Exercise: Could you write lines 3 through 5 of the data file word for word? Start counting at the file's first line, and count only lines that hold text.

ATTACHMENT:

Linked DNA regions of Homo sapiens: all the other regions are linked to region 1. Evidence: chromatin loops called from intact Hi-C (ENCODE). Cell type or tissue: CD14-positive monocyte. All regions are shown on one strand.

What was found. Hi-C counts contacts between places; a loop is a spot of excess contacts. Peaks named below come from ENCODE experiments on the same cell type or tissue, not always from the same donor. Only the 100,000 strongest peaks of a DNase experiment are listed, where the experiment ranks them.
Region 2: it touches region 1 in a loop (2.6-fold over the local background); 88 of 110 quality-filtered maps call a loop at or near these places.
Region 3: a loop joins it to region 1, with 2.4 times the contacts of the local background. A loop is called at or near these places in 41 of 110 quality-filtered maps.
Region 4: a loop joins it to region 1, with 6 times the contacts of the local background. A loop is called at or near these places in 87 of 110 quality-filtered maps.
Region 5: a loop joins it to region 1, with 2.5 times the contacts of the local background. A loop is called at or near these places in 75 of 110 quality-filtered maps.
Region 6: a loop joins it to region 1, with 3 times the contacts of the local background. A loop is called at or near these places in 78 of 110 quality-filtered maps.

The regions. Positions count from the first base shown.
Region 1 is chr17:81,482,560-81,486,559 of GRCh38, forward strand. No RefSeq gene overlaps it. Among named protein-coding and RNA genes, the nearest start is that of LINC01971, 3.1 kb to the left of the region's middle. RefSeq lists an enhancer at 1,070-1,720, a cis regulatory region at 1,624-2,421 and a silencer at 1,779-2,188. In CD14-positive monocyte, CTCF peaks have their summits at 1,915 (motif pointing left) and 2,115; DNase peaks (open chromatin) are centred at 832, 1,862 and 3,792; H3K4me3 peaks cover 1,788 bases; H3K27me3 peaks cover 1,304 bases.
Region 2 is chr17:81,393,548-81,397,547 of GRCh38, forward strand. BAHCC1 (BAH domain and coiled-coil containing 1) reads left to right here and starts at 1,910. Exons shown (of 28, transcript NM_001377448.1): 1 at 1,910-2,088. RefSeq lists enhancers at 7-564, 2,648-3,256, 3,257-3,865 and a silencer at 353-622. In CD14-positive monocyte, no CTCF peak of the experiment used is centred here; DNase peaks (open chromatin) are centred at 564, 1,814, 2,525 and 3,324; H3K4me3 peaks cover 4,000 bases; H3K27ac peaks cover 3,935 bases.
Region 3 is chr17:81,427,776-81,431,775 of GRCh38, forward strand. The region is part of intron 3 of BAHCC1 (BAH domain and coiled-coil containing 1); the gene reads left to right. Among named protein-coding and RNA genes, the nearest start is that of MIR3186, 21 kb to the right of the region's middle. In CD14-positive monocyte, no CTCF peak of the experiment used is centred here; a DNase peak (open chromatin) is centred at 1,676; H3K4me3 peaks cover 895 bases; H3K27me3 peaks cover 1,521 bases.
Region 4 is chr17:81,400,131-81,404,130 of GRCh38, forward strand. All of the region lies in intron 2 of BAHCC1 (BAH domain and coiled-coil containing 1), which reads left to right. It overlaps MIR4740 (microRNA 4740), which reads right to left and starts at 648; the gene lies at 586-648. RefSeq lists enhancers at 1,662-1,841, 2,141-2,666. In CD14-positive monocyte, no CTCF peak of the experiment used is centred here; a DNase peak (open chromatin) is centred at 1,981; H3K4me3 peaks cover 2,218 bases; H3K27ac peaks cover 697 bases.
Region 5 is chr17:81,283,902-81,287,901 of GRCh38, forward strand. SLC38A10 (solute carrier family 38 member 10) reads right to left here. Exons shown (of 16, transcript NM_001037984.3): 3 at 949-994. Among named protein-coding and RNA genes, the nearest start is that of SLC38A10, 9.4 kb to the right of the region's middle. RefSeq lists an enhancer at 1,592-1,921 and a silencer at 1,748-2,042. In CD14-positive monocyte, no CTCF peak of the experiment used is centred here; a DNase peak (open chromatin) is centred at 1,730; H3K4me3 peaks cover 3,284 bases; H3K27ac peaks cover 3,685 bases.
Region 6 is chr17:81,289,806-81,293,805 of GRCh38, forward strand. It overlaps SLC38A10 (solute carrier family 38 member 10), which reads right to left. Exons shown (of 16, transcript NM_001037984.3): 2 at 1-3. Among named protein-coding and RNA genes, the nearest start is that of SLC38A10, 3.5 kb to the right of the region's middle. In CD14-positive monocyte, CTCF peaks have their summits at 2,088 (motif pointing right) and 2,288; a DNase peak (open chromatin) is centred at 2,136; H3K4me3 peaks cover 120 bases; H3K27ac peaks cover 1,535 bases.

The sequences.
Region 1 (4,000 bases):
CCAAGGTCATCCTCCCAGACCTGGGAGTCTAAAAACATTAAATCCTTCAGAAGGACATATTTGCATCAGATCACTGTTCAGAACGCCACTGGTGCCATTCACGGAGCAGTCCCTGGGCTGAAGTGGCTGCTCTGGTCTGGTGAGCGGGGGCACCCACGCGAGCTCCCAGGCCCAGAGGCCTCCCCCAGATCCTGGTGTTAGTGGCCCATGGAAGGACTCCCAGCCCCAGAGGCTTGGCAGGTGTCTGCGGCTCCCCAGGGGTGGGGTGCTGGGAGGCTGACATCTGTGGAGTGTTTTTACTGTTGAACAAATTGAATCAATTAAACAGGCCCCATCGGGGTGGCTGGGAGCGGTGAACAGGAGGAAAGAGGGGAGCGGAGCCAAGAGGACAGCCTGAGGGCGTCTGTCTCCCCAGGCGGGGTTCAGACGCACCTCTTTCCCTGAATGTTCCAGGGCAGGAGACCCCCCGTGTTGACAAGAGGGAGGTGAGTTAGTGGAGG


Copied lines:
Region 2: it touches region 1 in a loop (2.6-fold over the local background); 88 of 110 quality-filtered maps call a loop at or near these places.
Region 3: a loop joins it to region 1, with 2.4 times the contacts of the local background. A loop is called at or near these places in 41 of 110 quality-filtered maps.
Region 4: a loop joins it to region 1, with 6 times the contacts of the local background. A loop is called at or near these places in 87 of 110 quality-filtered maps.